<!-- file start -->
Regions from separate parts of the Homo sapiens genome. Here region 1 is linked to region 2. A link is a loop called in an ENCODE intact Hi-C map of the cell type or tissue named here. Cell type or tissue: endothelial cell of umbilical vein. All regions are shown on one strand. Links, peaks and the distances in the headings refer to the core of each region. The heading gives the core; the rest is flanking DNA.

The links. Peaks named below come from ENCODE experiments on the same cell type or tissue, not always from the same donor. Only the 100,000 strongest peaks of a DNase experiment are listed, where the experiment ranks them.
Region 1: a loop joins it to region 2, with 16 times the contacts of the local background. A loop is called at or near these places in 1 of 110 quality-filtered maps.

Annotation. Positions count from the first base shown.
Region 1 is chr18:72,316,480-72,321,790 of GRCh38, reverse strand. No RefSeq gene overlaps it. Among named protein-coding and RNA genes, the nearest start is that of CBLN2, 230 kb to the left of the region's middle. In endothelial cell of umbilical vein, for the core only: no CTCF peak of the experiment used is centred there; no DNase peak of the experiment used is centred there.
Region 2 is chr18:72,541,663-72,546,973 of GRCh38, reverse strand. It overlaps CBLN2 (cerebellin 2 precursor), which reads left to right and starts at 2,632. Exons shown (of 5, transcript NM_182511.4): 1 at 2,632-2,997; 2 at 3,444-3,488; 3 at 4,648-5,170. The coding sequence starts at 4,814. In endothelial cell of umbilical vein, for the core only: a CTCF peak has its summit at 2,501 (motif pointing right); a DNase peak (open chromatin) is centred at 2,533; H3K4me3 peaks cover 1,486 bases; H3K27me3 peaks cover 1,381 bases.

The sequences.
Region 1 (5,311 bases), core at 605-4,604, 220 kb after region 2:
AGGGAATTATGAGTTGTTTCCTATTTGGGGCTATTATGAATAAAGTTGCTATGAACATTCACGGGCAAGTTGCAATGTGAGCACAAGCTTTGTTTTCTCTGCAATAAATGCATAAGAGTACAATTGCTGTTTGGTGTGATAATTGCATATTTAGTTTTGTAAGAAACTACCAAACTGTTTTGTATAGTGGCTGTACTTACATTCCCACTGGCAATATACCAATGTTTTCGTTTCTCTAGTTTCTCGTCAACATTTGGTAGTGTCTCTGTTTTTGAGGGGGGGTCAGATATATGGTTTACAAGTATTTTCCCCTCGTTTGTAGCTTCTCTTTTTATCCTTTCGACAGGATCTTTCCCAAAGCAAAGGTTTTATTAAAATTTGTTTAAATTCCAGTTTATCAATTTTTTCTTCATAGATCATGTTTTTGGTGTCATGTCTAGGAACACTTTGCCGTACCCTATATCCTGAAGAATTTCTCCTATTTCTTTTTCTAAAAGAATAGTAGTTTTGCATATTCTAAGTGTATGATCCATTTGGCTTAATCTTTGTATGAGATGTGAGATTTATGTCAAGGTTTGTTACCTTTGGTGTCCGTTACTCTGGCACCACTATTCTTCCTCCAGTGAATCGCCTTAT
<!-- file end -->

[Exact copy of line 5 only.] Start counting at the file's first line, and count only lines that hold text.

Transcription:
Region 1 is chr18:72,316,480-72,321,790 of GRCh38, reverse strand. No RefSeq gene overlaps it. Among named protein-coding and RNA genes, the nearest start is that of CBLN2, 230 kb to the left of the region's middle. In endothelial cell of umbilical vein, for the core only: no CTCF peak of the experiment used is centred there; no DNase peak of the experiment used is centred there.